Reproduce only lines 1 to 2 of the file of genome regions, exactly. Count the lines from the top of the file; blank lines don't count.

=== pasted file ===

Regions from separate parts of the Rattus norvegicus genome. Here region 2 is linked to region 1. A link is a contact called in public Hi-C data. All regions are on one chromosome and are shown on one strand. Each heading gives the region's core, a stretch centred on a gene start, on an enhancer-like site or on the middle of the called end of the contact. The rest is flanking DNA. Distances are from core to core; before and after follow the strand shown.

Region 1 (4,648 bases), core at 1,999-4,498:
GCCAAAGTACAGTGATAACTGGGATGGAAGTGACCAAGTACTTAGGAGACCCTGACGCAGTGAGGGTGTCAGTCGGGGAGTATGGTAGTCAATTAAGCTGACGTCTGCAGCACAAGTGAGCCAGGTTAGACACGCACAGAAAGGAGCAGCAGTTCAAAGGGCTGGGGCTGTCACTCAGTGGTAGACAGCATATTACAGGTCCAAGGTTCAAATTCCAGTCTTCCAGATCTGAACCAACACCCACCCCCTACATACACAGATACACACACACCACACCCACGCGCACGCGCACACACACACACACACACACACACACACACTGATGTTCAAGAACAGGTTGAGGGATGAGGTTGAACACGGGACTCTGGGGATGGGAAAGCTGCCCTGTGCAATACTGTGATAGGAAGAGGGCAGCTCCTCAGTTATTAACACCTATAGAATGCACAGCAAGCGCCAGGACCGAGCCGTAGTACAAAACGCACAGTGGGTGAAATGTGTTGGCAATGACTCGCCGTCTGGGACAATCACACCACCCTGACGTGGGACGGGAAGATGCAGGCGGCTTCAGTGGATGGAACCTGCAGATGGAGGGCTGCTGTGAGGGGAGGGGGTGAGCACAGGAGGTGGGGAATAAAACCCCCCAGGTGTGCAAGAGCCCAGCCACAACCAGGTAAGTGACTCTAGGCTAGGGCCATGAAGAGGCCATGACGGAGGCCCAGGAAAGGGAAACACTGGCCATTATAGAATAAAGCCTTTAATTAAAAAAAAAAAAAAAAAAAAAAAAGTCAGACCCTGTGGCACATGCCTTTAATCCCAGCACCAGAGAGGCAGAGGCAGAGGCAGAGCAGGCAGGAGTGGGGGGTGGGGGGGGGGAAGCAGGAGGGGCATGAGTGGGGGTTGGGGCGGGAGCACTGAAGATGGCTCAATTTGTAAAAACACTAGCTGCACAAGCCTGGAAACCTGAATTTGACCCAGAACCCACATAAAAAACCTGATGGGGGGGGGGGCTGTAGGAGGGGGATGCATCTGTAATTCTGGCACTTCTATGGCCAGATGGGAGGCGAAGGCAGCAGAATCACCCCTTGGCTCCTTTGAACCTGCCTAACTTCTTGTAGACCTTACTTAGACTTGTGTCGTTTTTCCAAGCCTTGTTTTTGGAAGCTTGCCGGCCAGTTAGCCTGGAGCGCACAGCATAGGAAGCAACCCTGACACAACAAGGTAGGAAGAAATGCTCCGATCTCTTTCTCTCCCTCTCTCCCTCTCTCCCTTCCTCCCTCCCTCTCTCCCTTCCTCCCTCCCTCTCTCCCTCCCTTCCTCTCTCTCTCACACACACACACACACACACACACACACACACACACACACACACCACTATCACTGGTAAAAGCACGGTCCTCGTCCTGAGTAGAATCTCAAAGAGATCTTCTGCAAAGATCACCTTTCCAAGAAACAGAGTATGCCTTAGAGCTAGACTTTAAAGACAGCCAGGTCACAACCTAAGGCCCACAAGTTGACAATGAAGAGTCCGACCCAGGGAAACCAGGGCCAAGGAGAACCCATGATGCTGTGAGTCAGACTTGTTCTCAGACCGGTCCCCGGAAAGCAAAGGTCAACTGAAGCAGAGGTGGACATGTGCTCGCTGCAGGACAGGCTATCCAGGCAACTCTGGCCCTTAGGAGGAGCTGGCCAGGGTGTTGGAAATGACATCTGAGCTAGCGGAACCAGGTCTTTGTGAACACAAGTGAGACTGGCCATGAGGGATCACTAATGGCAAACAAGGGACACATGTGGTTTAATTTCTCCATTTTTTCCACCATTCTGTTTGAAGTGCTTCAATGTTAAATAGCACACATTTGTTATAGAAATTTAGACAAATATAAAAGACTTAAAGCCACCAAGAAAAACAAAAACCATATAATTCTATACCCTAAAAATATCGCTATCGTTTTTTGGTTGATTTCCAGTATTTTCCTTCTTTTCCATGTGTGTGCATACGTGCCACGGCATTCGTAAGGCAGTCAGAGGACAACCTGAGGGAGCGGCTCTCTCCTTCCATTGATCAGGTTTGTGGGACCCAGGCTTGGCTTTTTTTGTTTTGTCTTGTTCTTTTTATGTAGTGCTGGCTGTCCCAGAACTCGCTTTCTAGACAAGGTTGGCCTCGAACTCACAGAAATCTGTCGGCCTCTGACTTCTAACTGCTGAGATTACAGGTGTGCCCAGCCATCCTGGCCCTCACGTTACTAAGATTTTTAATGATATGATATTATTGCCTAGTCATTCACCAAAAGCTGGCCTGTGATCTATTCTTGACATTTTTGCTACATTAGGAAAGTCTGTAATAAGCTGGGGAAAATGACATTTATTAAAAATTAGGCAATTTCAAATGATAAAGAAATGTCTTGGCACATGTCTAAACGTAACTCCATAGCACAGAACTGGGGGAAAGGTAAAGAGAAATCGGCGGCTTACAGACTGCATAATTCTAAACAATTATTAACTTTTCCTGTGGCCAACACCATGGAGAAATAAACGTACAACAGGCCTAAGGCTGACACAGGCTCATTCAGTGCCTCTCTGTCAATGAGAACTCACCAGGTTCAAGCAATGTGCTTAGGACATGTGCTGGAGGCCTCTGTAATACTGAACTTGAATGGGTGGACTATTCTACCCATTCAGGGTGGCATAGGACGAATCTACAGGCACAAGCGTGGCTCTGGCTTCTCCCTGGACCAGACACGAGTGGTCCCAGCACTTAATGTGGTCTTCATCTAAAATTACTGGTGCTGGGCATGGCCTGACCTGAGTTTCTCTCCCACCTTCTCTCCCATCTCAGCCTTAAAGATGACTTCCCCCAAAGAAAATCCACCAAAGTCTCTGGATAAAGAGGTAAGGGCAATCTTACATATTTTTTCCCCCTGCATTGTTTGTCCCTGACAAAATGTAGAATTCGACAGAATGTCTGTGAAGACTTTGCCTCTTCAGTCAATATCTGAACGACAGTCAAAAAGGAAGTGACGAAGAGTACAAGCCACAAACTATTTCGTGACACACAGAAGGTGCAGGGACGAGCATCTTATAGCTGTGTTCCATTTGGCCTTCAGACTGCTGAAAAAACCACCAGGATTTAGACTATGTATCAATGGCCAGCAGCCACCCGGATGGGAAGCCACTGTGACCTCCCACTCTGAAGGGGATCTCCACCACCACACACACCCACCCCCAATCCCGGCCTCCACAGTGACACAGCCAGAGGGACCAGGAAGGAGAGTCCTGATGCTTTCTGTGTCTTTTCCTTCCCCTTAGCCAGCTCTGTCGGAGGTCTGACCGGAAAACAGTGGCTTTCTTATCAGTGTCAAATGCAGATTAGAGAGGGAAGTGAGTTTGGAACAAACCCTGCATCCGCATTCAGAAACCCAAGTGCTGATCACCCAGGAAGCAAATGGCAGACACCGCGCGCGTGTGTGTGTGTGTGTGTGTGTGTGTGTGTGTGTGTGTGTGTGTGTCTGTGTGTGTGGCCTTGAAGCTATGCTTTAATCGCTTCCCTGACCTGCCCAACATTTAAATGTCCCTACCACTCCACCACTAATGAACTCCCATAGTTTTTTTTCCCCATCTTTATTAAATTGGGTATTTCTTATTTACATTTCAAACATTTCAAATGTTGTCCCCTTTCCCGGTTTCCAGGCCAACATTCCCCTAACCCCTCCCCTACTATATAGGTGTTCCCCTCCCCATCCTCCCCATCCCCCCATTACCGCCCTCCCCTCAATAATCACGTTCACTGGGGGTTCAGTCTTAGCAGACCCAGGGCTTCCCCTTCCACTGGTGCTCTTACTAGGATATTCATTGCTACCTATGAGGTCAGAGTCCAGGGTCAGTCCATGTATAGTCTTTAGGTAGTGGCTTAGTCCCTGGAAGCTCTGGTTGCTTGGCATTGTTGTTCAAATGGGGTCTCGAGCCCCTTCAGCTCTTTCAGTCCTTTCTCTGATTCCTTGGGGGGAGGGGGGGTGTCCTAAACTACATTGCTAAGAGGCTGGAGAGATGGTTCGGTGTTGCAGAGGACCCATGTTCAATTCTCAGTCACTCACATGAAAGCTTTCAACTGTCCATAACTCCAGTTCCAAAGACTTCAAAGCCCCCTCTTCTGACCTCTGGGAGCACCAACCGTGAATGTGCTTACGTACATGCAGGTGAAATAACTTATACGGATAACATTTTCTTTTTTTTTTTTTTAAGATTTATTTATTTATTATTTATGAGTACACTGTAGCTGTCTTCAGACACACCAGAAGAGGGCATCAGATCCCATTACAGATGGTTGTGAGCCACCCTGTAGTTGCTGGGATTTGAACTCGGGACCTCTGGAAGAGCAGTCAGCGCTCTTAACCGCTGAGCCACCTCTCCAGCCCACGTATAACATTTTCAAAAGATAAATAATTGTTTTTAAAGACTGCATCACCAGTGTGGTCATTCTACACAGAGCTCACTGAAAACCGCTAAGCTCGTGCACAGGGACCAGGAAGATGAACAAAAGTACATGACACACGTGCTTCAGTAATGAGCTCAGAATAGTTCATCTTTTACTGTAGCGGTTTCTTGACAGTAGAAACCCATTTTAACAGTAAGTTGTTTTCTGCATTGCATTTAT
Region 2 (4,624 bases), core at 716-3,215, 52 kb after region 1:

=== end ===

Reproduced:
Regions from separate parts of the Rattus norvegicus genome. Here region 2 is linked to region 1. A link is a contact called in public Hi-C data. All regions are on one chromosome and are shown on one strand. Each heading gives the region's core, a stretch centred on a gene start, on an enhancer-like site or on the middle of the called end of the contact. The rest is flanking DNA. Distances are from core to core; before and after follow the strand shown.

Region 1 (4,648 bases), core at 1,999-4,498: